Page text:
There are currently 500 body scanners, split about evenly between the two technologies, deployed in airports. The TSA plans to deploy 1,275 backscatter and millimeter-wave scanners covering more than half its security lanes by the end of 2012 and 1,800 covering nearly all lanes by 2014.

U.S. Universities and Big Pharma Conduct Illegal Human Experiments in Africa

People’s Constitution
November 9, 2011

A new policy brief faults prominent institutions and drug companies like Pfizer, Columbia University, Johns Hopkins University, and Population Council, for their involvement in unethical and illegal human experimentation in Africa.

The report is titled “Non-Consensual Research in Africa: The Outsourcing of Tuskegee” in reference to the illegal human experiment conducted in Tuskegee, Alabama, between 1932 and 1972 by the US Public Health Service. In that experiment, some 600 impoverished African-American men were observed in a study on the progression of untreated syphilis. Some of the men were intentionally infected with the disease and all of them were denied the cure. Regrettably, the report notes, no one was held accountable for this crime against humanity.

The new report details human experiments led by US researchers and drug companies on Africans who are typically undereducated, poor, and lack full understanding of their rights. The human subjects often are led to believe that they are receiving medical treatment from governmental health services or health ministries.

These practices hearken back to the appalling experiments carried out by US researchers in Guatemala in the 1940s where hundreds of Guatemalans were deliberately infected with sexually transmitted diseases without information or consent. President Obama formally apologized to Guatemala for these experiments last year.

Human experimentation in the United States is regulated by the Office of Research Integrity and various Ethical Research Institutional Boards. Many African countries lack these institutions. Even when they exist, they lack independence and are controlled by corrupt government officials.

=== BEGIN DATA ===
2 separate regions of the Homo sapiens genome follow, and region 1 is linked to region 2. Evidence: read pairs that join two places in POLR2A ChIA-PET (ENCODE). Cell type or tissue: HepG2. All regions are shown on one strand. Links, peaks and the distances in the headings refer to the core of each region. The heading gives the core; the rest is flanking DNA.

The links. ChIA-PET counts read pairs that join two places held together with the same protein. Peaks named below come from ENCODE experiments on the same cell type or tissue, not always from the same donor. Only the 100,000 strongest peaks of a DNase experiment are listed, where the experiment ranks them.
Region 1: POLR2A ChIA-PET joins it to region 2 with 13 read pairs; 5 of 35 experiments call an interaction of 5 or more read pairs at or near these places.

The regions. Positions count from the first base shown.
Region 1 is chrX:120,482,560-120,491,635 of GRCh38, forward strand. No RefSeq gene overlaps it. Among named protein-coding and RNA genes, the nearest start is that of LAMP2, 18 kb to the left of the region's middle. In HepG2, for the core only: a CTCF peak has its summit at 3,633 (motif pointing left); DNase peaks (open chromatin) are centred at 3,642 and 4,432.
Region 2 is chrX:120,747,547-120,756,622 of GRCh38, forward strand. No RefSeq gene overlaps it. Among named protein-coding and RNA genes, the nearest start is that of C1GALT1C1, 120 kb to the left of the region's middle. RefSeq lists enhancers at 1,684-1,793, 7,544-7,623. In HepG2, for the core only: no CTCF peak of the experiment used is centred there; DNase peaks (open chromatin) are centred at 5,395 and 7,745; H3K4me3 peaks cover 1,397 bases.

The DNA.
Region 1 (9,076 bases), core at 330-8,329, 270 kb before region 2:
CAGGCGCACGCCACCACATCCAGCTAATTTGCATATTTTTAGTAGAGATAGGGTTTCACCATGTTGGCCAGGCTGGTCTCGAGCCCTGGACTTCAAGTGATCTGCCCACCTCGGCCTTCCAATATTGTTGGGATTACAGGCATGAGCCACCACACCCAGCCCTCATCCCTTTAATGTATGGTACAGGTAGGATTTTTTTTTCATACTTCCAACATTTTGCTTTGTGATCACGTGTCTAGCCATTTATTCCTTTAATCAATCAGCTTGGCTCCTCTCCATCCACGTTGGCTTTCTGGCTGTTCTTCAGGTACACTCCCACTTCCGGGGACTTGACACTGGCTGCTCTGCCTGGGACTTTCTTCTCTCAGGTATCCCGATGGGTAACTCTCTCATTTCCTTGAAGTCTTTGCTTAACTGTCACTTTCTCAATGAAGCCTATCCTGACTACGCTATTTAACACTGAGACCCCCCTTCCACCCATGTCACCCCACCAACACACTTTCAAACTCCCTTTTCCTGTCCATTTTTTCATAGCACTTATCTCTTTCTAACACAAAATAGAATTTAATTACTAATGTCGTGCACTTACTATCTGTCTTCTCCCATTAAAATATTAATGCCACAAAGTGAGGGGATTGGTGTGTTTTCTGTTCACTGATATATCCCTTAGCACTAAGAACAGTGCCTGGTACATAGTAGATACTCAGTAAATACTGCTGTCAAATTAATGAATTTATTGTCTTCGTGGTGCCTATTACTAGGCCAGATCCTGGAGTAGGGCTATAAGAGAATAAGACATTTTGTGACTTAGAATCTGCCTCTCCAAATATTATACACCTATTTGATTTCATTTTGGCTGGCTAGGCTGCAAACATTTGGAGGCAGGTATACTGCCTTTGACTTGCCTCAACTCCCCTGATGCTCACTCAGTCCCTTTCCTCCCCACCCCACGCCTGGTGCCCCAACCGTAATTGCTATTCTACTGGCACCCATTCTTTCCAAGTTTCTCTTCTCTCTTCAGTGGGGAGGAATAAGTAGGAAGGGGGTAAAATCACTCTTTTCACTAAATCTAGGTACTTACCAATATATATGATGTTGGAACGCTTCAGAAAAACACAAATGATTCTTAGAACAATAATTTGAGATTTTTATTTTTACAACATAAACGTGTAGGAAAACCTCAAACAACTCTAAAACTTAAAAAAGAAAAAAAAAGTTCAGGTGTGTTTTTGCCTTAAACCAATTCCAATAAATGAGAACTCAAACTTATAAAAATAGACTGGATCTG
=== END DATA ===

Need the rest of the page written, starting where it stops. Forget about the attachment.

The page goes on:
In one experiment on HIV sponsored by Gilead Sciences, the Centers for Disease Control, and the Bill and Melinda Gates Foundation and operated by Family Health International, Cameroonian subjects were given details about the experiment in English even though many spoke only French and were illiterate. Five women were allegedly infected with HIV in the experiment but were not given antiretroviral drugs.

In another experiment in Nigeria led by Pfizer physicians, researchers injected children with an antibiotic called Trovan during a meningitis outbreak without providing their families with informed consent forms that fully disclose the side effects and purpose of the experiment. Eleven children died and many were left paralyzed.

In South Africa and Namibia, mothers with HIV/AIDS are routinely sterilized without their informed consent. Countries that perform these procedures are known to receive funding in the form of grants and incentives from USAID and other aid organizations.

The report explains that US researchers and drug companies violate the laws and protocols of the Declaration at Helsinki (1964) and the Belmont Report which provide ethical guidelines on human experimentation.

Moreover, the results of unethical and fraudulent experiments are laundered in the United States and Europe through the peer-review system. Many of the “peers” who review these experiments are themselves involved in the same unethical conduct. Others are concerned about the possibility of professional alienation if they speak out.